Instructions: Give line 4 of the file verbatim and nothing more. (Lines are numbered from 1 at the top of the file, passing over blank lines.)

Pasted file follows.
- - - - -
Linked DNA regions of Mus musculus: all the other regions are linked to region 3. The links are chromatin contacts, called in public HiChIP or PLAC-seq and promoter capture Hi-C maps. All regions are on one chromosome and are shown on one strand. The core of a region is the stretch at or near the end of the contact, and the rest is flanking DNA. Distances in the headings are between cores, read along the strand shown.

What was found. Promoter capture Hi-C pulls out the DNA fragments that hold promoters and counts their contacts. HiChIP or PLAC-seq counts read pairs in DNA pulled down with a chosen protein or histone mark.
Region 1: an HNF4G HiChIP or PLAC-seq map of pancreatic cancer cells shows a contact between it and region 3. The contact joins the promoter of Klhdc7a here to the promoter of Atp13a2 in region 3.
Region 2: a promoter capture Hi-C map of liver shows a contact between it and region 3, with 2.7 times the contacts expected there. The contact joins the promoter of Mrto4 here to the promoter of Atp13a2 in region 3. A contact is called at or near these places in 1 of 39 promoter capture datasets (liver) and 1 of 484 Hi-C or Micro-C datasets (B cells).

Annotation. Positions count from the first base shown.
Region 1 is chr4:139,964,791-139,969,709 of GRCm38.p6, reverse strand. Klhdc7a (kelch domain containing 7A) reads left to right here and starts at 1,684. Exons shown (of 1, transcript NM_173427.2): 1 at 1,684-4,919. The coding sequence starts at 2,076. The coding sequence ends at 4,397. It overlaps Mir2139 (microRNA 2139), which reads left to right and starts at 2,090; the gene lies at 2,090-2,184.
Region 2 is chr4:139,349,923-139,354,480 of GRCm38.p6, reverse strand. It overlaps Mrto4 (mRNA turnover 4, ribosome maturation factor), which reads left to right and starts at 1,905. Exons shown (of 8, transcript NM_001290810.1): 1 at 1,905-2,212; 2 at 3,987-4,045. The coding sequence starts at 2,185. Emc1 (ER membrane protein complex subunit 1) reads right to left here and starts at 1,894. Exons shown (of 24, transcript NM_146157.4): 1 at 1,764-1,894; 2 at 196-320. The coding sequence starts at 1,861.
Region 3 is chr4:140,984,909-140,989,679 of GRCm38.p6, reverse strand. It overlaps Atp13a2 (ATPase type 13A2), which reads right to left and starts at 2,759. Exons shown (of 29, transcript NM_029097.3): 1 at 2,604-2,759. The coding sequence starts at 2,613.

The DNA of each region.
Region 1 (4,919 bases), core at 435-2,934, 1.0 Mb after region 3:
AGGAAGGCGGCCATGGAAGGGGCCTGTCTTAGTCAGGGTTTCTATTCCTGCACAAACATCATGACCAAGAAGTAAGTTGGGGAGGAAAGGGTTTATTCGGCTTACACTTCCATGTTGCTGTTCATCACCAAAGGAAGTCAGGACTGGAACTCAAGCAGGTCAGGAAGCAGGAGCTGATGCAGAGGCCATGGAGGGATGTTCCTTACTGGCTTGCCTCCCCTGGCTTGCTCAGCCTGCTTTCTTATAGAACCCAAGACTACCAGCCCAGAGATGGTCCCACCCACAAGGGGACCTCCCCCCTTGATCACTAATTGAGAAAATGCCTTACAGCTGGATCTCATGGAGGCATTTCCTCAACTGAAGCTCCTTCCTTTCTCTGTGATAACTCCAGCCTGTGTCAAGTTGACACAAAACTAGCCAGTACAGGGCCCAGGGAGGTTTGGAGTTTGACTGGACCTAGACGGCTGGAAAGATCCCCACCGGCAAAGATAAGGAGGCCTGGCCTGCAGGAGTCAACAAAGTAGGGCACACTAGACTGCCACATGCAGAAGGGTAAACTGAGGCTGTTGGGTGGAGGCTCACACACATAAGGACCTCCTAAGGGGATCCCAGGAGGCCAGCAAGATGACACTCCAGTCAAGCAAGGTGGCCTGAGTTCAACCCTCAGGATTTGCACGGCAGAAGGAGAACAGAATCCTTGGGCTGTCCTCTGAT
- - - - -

Region 2: a promoter capture Hi-C map of liver shows a contact between it and region 3, with 2.7 times the contacts expected there. The contact joins the promoter of Mrto4 here to the promoter of Atp13a2 in region 3. A contact is called at or near these places in 1 of 39 promoter capture datasets (liver) and 1 of 484 Hi-C or Micro-C datasets (B cells).